menu thirteen: FEELING ITALIAN PART2.


Of all the menus I’ve made so far in the Jules & David project, this is the one I’ve been most excited about making. But ironically its also been the one which has been the most difficult to source ingredients for and so the one I’ve had to reschedule numerous times.

The good news is, its also been one of the tastiest meals…

Steamed Fennel with Red Pepper Oil

Normally I avoid steamed veg because they tend to be bland and boring but this steamed fennel was a revelation. I loved the simple freshness and the fact that dipping the virtuous steamed veg in the firey oil saved it from being too saintly. Definitely something I will serve again especially if the main event is something on the richer side.

Quail with Creamy Polenta

I hadn’t cooked quail in literally years, and I was reminded why… while the little birds were certainly quick to cook, and tasted delicious with their blankets of crispy proscuitto, they are just so fiddly to eat. Even though I adore tearing meat from the bone, I found the quail to be more effort than reward.

The polenta on the other hand was everything a good polenta should be, corny and creamy, oozy and oh-so-comforting. Well worth the hour of cooking and stirring occasionally.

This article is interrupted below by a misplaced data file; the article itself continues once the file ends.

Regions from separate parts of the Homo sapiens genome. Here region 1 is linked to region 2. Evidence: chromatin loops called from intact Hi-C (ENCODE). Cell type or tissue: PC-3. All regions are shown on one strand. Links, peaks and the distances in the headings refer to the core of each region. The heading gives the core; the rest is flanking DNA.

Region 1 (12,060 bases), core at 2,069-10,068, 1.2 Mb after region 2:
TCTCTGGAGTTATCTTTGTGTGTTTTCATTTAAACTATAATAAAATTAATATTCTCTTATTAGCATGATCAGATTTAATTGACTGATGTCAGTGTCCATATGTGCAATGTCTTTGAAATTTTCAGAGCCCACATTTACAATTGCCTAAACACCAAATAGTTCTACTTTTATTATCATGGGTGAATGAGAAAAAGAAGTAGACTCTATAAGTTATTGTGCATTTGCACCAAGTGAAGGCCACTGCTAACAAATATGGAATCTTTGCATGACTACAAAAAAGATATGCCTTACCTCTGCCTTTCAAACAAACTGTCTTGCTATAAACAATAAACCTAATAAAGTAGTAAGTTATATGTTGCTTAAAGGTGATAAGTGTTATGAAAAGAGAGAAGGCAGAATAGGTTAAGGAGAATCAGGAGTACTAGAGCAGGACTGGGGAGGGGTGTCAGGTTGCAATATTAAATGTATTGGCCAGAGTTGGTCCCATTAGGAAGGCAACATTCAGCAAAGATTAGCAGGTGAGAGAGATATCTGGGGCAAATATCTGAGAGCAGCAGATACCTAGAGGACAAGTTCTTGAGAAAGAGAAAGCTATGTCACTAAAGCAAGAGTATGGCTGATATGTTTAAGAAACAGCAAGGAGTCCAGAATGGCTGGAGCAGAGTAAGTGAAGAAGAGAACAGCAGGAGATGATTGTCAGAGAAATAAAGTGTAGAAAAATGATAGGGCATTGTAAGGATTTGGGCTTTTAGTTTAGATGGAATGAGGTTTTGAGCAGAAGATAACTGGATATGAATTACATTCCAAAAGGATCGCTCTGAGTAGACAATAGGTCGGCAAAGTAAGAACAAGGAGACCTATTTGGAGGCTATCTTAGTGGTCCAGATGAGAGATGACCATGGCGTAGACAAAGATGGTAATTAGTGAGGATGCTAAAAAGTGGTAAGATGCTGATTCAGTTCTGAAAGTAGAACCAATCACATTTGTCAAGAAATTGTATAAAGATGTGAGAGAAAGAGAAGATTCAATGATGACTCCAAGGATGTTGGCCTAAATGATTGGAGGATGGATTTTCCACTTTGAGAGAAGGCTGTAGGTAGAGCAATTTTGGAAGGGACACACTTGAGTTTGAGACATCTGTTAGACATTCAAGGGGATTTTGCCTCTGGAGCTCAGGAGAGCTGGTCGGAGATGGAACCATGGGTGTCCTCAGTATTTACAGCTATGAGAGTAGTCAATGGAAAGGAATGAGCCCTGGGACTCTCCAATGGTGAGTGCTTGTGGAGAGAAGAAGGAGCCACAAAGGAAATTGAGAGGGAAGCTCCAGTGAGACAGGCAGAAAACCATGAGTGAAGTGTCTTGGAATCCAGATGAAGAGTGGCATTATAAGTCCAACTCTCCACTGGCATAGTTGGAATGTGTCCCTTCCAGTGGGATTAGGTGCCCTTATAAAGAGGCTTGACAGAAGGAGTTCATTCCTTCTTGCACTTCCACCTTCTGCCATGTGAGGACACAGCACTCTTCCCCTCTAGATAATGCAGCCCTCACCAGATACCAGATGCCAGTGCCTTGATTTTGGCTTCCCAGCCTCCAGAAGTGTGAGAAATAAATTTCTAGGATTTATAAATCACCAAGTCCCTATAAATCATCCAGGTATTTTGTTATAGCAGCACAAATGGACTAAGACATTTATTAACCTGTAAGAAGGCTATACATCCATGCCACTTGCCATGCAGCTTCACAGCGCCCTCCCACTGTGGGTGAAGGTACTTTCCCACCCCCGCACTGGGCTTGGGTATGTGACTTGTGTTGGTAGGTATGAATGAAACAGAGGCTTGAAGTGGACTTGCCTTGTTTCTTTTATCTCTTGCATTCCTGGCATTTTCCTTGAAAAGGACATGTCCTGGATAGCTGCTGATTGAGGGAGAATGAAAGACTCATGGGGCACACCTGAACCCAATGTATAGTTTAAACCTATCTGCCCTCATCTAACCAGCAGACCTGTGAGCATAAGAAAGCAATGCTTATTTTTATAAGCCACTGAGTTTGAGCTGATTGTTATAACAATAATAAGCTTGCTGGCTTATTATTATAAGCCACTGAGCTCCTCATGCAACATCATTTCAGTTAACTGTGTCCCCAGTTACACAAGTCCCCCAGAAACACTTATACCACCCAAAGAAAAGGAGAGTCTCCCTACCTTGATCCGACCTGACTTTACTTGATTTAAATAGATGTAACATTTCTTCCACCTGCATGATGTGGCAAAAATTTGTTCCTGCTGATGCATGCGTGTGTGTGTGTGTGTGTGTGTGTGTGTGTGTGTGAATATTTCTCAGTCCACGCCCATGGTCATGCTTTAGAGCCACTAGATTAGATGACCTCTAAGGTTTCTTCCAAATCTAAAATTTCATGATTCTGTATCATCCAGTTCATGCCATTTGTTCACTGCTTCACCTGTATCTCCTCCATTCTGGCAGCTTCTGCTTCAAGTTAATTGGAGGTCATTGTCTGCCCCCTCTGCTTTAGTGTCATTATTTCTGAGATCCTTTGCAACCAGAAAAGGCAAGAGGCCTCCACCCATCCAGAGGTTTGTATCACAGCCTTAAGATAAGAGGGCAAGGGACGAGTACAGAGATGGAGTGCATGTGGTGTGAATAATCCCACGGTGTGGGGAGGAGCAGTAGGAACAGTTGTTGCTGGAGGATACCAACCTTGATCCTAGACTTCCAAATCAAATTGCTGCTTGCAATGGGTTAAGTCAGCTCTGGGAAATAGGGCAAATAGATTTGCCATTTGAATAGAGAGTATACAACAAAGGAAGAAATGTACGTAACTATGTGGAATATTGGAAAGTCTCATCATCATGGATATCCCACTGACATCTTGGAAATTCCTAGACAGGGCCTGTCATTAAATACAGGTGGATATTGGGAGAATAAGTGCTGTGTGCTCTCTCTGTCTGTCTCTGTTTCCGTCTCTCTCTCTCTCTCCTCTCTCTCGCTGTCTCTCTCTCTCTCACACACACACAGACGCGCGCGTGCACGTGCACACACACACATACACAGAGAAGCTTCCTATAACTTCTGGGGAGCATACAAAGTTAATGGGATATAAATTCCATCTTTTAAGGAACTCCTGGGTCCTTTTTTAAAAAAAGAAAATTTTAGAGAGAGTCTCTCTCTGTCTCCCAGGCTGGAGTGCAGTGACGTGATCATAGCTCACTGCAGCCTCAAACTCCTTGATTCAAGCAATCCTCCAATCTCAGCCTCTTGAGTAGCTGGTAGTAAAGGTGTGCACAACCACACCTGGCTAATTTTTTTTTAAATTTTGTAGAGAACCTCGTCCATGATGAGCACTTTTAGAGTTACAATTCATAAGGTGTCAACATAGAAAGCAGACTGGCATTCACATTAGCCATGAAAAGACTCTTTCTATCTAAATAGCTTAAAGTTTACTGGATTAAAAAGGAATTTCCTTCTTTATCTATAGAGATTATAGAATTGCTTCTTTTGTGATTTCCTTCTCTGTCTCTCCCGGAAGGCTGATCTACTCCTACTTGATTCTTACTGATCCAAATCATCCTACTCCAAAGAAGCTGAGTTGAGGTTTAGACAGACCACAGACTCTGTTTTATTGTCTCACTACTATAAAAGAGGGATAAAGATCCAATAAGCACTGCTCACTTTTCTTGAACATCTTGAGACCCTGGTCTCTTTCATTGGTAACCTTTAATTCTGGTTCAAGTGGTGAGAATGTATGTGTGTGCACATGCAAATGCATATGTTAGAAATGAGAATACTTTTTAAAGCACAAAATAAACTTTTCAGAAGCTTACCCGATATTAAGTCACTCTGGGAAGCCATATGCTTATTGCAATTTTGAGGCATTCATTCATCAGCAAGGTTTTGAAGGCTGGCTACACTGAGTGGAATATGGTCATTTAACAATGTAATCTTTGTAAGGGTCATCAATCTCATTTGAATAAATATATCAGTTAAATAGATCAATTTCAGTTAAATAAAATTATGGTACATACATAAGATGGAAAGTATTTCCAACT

In the past I’ve cooked my polenta in milk or stock and smothered it in parmesan, but I like Tanis’ approach better. Just cook it long and slow in water with plenty of salt and then fortify at the end with lashings of butter.

After reading Tanis’s opinion on instant polenta, I carefully tasted mine after the 3 minutes of cooking recommended on the pack and I wasn’t a fan. Raw and almost starchy tasting, it wasn’t a patch on the finished product.

Note to self: polenta needs at least an hour but is pretty low maintenance to cook so worth the effort!

Oven-Charred Radicchio

Both my Irishman and I raved about this simple bitter accompaniment. Sliced into wedges, roasted in a very hot oven until well charred and seasoned generously it was a delicious side. I loved how there were crispy charred bits to contrast the soft creamy corn meal.

Normally I would have finished radicchio with a little balsamic or sherry vinegar but resisted the urge to deviate from the recipe and was very pleasantly surprised how the salt was enough to make the radicchio flavours sing.

Italian Plum Cake

These days I usually keep my baking gluten-free but decided to stick to the recipe on this occasion and use a combo of almond meal and flour. The results were OK but the flour gave a slightly rubbery texture… which could have been an over-baking error on my part. If there ever is a next time I’ll just use almond meal. But I am enjoying using fruit in my baking more and more.

For more see: The Jules & David Project